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BackgroundIncisional hernias can cause chronic pain and complications and affect quality of life. Surgical repair requires health-care resources and has a significant associated failure rate. A prospective, multicentre, single-blinded randomised controlled trial was conducted to investigate the clinical effectiveness and cost-effectiveness of the Hughes abdominal closure method compared with standard mass closure following surgery for colorectal cancer. The study randomised, in a 1 : 1 ratio, 802 adult patients (aged ≥ 18 years) undergoing surgical resection for colorectal cancer from 28 surgical departments in UK centres.InterventionHughes abdominal closure or standard mass closure.Main outcome measuresThe primary outcome was the incidence of incisional hernias at 1 year, as assessed by clinical examination. Within-trial cost-effectiveness and cost-utility analyses over 1 year were conducted from an NHS and a social care perspective. A key secondary outcome was quality of life, and other outcomes included the incidence of incisional hernias as detected by computed tomography scanning.ResultsThe incidence of incisional hernia at 1-year clinical examination was 50 (14.8%) in the Hughes abdominal closure arm compared with 57 (17.1%) in the standard mass closure arm (odds ratio 0.84, 95% confidence interval 0.55 to 1.27; p = 0.4). In year 2, the incidence of incisional hernia was 78 (28.7%) in the Hughes abdominal closure arm compared with 84 (31.8%) in the standard mass closure arm (odds ratio 0.86, 95% confidence interval 0.59 to 1.25; p = 0.43). Computed tomography scanning identified a total of 301 incisional hernias across both arms, compared with 100 identified by clinical examination at the 1-year follow-up. Computed tomography scanning missed 16 incisional hernias that were picked up by clinical examination. Hughes abdominal closure was found to be less cost-effective than standard mass closure. The mean incremental cost for patients undergoing Hughes abdominal closure was £616.45 (95% confidence interval -£699.56 to £1932.47; p = 0.3580). Quality of life did not differ significantly between the study arms at any time point.LimitationsAs this was a pragmatic trial, the control arm allowed surgeon discretion in the approach to standard mass closure, introducing variability in the techniques and equipment used. Intraoperative randomisation may result in a loss of equipoise for some surgeons. Follow-up was limited to 2 years, which may not have been enough time to see a difference in the primary outcome.ConclusionsHughes abdominal closure did not significantly reduce the incidence of incisional hernias detected by clinical examination and was less cost-effective at 1 year than standard mass closure in colorectal cancer patients. Computed tomography scanning may be more effective at identifying incisional hernias than clinical examination, but the clinical benefit of this needs further research.Future workAn extended follow-up using routinely collected NHS data sets aims to report on incisional hernia rates at 2-5 years post surgery to investigate any potential mortality benefit of the closure methods. Furthermore, the proportion of incisional hernias identified by a computed tomography scan (at 1 and 2 years post surgery), but not during clinical examination (occult hernias), proceeding to surgical repair within 3-5 years after the initial operation will be explored.Trial registrationThis trial is registered as ISRCTN25616490.FundingThis project was funded by the National Institute for Health and Care Research (NIHR) Health Technology Assessment programme and will be published in full in Health Technology Assessment; Vol. 26, No. 34. See the NIHR Journals Library website for further project information.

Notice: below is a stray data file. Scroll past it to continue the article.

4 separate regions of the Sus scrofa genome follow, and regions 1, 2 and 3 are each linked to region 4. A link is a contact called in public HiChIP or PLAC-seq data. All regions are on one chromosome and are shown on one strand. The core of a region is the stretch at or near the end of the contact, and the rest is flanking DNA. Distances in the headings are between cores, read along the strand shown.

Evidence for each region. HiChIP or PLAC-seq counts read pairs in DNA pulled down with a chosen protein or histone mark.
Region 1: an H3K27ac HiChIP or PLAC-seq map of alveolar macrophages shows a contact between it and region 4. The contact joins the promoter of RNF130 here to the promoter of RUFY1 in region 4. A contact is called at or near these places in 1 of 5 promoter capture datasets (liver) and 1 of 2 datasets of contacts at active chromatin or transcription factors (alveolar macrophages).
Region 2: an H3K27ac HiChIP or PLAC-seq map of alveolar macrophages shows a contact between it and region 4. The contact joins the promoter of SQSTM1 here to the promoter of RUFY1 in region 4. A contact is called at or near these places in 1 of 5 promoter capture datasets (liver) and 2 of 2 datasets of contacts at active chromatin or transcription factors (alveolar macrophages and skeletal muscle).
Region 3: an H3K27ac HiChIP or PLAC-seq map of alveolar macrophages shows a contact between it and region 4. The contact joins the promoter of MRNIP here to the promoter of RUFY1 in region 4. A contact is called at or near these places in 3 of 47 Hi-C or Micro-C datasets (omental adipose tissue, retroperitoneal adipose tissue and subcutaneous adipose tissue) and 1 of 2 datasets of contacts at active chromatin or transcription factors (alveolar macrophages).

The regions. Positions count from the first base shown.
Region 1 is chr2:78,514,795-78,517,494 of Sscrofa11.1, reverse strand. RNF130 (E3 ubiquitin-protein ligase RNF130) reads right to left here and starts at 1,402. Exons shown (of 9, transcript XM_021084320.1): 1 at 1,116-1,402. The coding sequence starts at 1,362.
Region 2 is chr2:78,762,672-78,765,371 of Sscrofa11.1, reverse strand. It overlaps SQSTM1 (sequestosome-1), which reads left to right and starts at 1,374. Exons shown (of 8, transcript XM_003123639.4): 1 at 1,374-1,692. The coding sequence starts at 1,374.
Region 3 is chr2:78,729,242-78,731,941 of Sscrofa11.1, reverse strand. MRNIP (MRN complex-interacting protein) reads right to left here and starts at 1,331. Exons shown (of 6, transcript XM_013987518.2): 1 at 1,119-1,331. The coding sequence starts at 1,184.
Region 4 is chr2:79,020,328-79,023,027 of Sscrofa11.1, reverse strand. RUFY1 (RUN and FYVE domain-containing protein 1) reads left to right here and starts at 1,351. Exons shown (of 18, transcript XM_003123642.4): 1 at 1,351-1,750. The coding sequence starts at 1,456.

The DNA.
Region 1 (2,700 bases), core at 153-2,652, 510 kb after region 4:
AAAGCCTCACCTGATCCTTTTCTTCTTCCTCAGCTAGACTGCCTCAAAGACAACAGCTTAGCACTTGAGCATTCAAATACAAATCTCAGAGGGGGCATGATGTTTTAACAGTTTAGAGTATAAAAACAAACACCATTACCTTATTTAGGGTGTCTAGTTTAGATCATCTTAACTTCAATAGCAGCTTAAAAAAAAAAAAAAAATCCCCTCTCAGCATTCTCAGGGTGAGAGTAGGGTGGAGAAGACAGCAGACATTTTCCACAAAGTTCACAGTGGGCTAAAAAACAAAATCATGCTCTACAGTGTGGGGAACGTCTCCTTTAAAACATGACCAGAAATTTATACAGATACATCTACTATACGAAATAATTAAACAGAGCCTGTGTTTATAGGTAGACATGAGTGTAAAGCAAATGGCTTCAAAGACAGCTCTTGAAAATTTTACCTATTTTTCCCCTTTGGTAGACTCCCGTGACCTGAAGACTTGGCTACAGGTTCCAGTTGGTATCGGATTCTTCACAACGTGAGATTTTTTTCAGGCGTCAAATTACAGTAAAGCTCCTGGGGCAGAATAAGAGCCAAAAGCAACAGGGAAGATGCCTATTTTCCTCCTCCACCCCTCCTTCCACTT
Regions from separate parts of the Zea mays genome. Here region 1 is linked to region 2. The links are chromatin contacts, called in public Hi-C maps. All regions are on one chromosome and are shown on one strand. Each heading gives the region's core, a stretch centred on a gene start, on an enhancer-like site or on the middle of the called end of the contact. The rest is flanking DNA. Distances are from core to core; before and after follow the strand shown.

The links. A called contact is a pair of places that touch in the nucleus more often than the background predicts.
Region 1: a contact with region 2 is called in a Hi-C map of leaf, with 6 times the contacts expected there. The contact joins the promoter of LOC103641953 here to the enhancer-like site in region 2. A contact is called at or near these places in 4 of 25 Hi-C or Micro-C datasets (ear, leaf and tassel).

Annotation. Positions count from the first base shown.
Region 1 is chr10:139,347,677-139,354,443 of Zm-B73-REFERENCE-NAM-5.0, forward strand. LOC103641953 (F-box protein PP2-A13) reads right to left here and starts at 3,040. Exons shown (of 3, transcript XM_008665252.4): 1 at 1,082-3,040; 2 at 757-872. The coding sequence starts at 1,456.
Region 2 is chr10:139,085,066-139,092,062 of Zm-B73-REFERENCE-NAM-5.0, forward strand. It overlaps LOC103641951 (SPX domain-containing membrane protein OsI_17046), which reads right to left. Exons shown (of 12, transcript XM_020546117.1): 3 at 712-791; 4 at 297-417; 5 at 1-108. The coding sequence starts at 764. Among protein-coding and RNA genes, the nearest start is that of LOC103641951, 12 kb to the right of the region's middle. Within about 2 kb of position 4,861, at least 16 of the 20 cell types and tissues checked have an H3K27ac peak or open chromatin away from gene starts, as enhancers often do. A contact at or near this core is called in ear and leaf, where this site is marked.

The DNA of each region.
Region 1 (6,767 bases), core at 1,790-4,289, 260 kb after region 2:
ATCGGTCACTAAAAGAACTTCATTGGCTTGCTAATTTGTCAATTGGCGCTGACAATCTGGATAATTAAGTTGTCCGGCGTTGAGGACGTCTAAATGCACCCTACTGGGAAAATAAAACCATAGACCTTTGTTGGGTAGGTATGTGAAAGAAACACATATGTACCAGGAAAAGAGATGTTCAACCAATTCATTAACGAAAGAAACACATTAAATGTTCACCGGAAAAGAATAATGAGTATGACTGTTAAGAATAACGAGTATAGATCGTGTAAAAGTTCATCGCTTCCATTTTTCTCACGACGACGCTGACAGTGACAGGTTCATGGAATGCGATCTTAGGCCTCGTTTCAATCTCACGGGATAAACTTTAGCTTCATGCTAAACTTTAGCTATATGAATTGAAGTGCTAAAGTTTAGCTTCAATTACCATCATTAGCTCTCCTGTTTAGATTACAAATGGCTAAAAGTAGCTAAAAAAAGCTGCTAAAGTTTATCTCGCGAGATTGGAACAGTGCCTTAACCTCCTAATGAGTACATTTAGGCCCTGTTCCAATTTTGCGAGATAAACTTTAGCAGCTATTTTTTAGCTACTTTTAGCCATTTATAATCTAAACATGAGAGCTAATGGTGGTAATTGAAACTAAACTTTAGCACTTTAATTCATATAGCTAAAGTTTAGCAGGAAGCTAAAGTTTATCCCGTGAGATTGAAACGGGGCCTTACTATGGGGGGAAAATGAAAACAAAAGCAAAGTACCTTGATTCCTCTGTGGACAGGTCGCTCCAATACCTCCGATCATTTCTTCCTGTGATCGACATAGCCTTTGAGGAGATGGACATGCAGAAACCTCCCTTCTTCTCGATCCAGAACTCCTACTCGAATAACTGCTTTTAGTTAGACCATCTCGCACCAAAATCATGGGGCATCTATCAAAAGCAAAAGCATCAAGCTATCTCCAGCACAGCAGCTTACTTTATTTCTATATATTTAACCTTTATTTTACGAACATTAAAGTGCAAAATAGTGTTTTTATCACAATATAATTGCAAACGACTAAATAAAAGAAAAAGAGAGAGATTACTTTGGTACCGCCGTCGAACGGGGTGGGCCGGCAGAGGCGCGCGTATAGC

Original publication





Health technology assessment (Winchester, England)

Publication Date





1 - 100


Cedar Healthcare Technology Research Centre, Cardiff and Vale University Health Board, Cardiff, UK.


Humans, Colorectal Neoplasms, Prospective Studies, Quality of Life, Adult, Cost-Benefit Analysis, Incisional Hernia